This piece was originally published at SFGate and is republished on 8Asians.com with permission.
By Emil Guillermo
Getting his university degree was the most important goal in my cousin Stephen Guillermo’s short life. But on May 3, he earned a death certificate instead.
On that day, Guillermo, 26, was shot and killed when he got off the elevator on the wrong floor of his San Francisco apartment building and entered an apartment identical to his own but two floors below.
The shooter, resident Amisi Sudi Kachepa, 68, a retired security guard, was arrested on suspicion of murder. By the following Tuesday, the San Francisco district attorney had released the suspect, pending further investigation.
In a “shoot first, ask questions later” world, gun laws favor the mistaken shooter, not the mistaken victim.
California law is based on the “castle doctrine,” the idea that one’s home is one’s castle. Florida’s “stand your ground law” is an extension of this idea. The doctrine justifies use of deadly force on an intruder if one is in imminent danger. Self-defense? More like a license to kill.
Was Guillermo a threat? If inebriated, he was no worse than any typical college student after a Friday-night frat party. Guillermo was smallish, almost childlike. Alcohol would have made him even less imposing than he was.
This was no break-in. There was no structural damage to the door. The doorknob was broken, but a dead bolt at eye level showed no sign of damage and had to be opened from the inside.
Guillermo was likely let in – to be shot. The shooter was in control of the situation. Guillermo was unarmed, and half the size of his shooter.
Now he’s dead, and his killer is free.
The castle doctrine makes the case challenging, but the district attorney has said the presumption that the shooter was in danger is rebuttable.
Guillermo was laid to rest last week in his Lincecum jersey just days after the San Francisco Giants honored him on Filipino Heritage Night. The AT&T Park scoreboard lit up like a tombstone for him. It read: “Stephen Guillermo, 1987-2014, American Filipino, Giants fan, taken too soon.”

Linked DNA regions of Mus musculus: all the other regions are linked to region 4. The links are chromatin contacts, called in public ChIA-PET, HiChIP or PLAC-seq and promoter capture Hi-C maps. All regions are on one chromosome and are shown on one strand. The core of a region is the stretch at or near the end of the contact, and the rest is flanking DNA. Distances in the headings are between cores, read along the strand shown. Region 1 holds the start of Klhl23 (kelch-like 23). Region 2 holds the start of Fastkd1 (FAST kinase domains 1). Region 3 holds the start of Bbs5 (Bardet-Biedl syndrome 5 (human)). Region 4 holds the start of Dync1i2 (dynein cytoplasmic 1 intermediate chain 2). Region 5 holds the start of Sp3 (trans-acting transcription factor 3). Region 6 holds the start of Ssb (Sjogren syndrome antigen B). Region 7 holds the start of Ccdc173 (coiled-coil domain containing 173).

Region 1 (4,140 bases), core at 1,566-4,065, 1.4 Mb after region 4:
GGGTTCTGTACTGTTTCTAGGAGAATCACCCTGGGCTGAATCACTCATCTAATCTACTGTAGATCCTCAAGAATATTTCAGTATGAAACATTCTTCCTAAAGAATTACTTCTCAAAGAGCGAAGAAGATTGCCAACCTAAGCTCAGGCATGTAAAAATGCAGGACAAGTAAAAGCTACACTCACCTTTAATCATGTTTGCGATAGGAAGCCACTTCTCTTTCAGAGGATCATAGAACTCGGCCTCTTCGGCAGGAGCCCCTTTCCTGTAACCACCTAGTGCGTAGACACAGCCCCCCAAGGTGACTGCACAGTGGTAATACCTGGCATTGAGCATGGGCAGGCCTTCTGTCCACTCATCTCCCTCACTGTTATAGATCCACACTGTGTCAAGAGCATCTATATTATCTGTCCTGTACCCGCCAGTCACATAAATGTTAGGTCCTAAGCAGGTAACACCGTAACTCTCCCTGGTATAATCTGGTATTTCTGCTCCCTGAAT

I could add: proud San Francisco State University graduate.
Guillermo was 19 when his father died of cancer. His inheritance was the family debt. He worked two jobs to support his family, act as a father to his younger siblings, and go to school.
The degree was supposed to help lift them all out of the small apartment they had lived in for 18 years since they emigrated from the Philippines. Guillermo wanted a diplomatic career as a ticket to see the world. Now he has a better vantage point.
The university will award him his degree posthumously in a special ceremony in June. It’s a reminder that his life’s efforts were not in vain.
The family hopes justice isn’t just academic. Now it’s time for Gascón to muster the political will to prosecute the case. It’s time for a San Francisco jury to decide what the consequences should be for shooters who make a deadly mistake.
ABOUT THE AUTHOR: Emil Guillermo, is an award-winning journalist who was the first Asian American to regularly host a national radio show (NPR’s “All Things Considered,” 1989-1991). His “Amok” column was considered the most read column on Asian America when it ran for 14 years in the now defunct, Asian Week. His column is now on the Asian American Legal Defense and Education Fund blog; and on his own site at http://www.amok.com. He is based in California. His book, “Amok: Essays from an Asian American Perspective,” won an American Book Award in 2000.